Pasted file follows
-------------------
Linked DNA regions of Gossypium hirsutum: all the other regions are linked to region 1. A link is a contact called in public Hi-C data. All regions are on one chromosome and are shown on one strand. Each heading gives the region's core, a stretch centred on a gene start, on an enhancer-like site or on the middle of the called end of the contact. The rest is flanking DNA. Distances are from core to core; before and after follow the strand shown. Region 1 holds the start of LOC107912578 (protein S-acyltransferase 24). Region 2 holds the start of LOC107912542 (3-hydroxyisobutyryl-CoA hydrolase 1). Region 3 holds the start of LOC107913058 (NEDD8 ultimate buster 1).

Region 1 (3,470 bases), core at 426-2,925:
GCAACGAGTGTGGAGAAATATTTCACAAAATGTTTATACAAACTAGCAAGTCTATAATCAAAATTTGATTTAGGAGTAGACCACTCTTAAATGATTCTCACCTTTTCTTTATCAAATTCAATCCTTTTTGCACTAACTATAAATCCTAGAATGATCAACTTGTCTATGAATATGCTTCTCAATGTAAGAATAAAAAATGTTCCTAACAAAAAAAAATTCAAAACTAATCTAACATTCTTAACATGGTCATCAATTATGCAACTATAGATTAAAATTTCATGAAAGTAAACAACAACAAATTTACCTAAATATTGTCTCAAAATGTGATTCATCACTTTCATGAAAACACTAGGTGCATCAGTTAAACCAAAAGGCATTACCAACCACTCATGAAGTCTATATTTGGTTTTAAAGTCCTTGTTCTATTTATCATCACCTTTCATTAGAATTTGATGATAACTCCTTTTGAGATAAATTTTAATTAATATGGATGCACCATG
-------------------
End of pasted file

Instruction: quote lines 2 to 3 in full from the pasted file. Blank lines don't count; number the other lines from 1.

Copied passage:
Region 1 (3,470 bases), core at 426-2,925:
GCAACGAGTGTGGAGAAATATTTCACAAAATGTTTATACAAACTAGCAAGTCTATAATCAAAATTTGATTTAGGAGTAGACCACTCTTAAATGATTCTCACCTTTTCTTTATCAAATTCAATCCTTTTTGCACTAACTATAAATCCTAGAATGATCAACTTGTCTATGAATATGCTTCTCAATGTAAGAATAAAAAATGTTCCTAACAAAAAAAAATTCAAAACTAATCTAACATTCTTAACATGGTCATCAATTATGCAACTATAGATTAAAATTTCATGAAAGTAAACAACAACAAATTTACCTAAATATTGTCTCAAAATGTGATTCATCACTTTCATGAAAACACTAGGTGCATCAGTTAAACCAAAAGGCATTACCAACCACTCATGAAGTCTATATTTGGTTTTAAAGTCCTTGTTCTATTTATCATCACCTTTCATTAGAATTTGATGATAACTCCTTTTGAGATAAATTTTAATTAATATGGATGCACCATG